Fred: There are good reasons to stay or even double down on China – but the expectation of more favorable policies toward Chinese imports should not be one of them. For a start, it is not clear there will be any tariff relief; and if there is, it will likely be limited in scope. In addition, though it is hard to see how the overall US-China relationship will improve over the short- or medium-term, it is not hard to see how it could worsen. China’s human rights issues and/or its aggressiveness toward its neighbors could lead to further souring of the US-China relationship, with possible consequences not just on imports, but on the operations of US companies in China more broadly.

Being in China for China and/or for non-U.S. markets might be a different story, though concern over China’s trade practices, human rights, and aggressiveness are by no means present only in the United States.

As companies deal with the growing pains of relocating supply chains, it is worth remembering that China’s establishment as an export manufacturing powerhouse did not happen overnight. Over time, conditions are bound to improve in most of the alternative destinations and my law firm’s international manufacturing lawyers have definitely been seeing an uptick of manufacturing moving out of China, mostly to other countries in Asia, but we are also seeing near-shoring to Mexico and to Poland.

        Adams: Many in the U.S. supply chain that have been hurt by the tariffs are hoping President Biden will lift the tariffs and the supply chain will return back to the way it used to be. But I just do not see this happening. Beyond the early indications from the Biden administration that it is in no hurry to ease the China tariffs, it is also interesting to see a good number of Chinese companies setting up new factories throughout Southeast Asia and many are doing so in Mexico as well — it is no accident that our lead Mexico attorney is fluent in Chinese! Chinese manufacturers have been complaining about the increasing labor costs in China. So taking advantage of the crisis created by the Trump tariffs, these companies saw an opportunity to move some of their manufacturing to countries (like Laos, Vietnam, Malaysia, and Indonesia) that offer lower cost labor. It will be interesting to see how successful these new factories set up by the Chinese will be in dealing with the tradeoff between lower labor costs and lower productivity efficiencies. But at a minimum, these relocations demonstrate that even a good number of Chinese companies do not think the supply chain will return to how it was.We have even seen Chinese companies set up factories in Taiwan as well, choosing to pay more for labor but to avoid the tariffs.


3. Forced Labor

I have read that Xinjiang is the largest producer of cotton in China, which in turn is the largest cotton producer worldwide. Can America restore a clean cotton supply chain, if Xinjiang is “blocked” for trade?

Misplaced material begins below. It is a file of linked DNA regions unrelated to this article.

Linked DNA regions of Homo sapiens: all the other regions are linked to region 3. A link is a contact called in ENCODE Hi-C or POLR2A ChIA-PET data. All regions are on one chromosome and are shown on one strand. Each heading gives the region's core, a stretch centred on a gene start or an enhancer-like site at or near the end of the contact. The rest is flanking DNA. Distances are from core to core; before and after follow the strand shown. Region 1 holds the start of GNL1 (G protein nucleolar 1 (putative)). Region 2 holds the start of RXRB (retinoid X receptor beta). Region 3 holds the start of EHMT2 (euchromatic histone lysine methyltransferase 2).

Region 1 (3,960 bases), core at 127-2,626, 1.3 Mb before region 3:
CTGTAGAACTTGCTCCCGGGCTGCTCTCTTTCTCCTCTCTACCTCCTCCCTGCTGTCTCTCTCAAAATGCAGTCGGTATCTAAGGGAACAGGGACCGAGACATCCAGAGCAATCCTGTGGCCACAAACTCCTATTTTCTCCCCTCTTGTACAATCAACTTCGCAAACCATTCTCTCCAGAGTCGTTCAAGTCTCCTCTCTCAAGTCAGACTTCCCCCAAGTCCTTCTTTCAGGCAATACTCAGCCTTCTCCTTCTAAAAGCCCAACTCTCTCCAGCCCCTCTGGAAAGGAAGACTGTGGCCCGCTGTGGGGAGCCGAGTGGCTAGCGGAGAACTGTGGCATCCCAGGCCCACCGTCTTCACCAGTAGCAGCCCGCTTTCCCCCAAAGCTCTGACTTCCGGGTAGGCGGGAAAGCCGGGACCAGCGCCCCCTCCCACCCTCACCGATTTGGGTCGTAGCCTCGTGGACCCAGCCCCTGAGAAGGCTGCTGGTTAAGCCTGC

Fred: Closing the door to all Xinjiang cotton, as U.S. Customs and Border Protection (CBP) has done, is a necessary to ensure a clean cotton supply chain. However, it will be hard if not impossible for CBP to actually identify all Xinjiang cotton. Moreover, forced labor has infected China supply chains generally: Cotton from other parts of China could be produced using forced labor as well. Ultimately, dealing with the forced labor issue honestly would require a reassessment of the entire China trade relationship.


4. Other

Given the current trade tension between the U.S. and China, will U.S. companies exporting U.S. made commercial products into China face brand discrimination versus competitive products made in China?

        Fred: Many U.S. companies are doing very well in China. However, the situation varies depending on several factors, not least of which is the existence and type of Chinese rivals. In addition, conditions could change on a dime if the Chinese authorities feel the need to scapegoat foreign companies, as it has a history of doing (see Australia recently, and Canada, Norway, Japan, and France before that).  Of course, companies should be careful not to shoot themselves in the foot and bring on unwanted attention.

        Adams: No U.S. company doing business in China should think it immune from being targeted by the Chinese government. In 2019, China cut off the NBA from broadcasting in China after the Houston Rockets’ GM tweeted support for Hong Kong. This action was taken even though basketball has become China’s most popular sport with NBA players like Stephon Marbury and Jeremy Lin gaining insane levels of popularity in China. If the NBA can be blacklisted by the Chinese government, any organization can.


How does Hong Kong fit into the new administration’s plans for trade? Will Hong Kong now be considered as “China” insofar as country of origin is concerned for US trade? And when speaking of Hong Kong and China, one must not forget Taiwan. . . . Thoughts?

        Fred: The clear and inexorable trend is for distinctions between Hong Kong and the Mainland to blur, due mainly to China’s own policies. For the U.S. government to insist on separate treatment would be to ignore reality and endorse China’s cynical “two systems” kabuki. It is clear that the United States’ Hong Kong policy has now largely shifted to a concern for Hongkongers themselves (by, for example, providing immigration alternatives), rather than gauging the degree of autonomy that persists.

We can expect U.S.-Taiwan relations to continue to strengthen under the Biden Administration. CPTPP membership for Taiwan might be on the U.S. wish-list as it negotiates a possible entry with this trade bloc. There will be calls for an Fair Trade Agreement with Taiwan, but considering the economic lifeline a deal might provide to Taiwan, concerns over China’s reaction will be an unavoidable and possibly a fatal obstacle to a deal—even if U.S. domestic support could be obtained.

If you have any more questions, please feel free to reach out!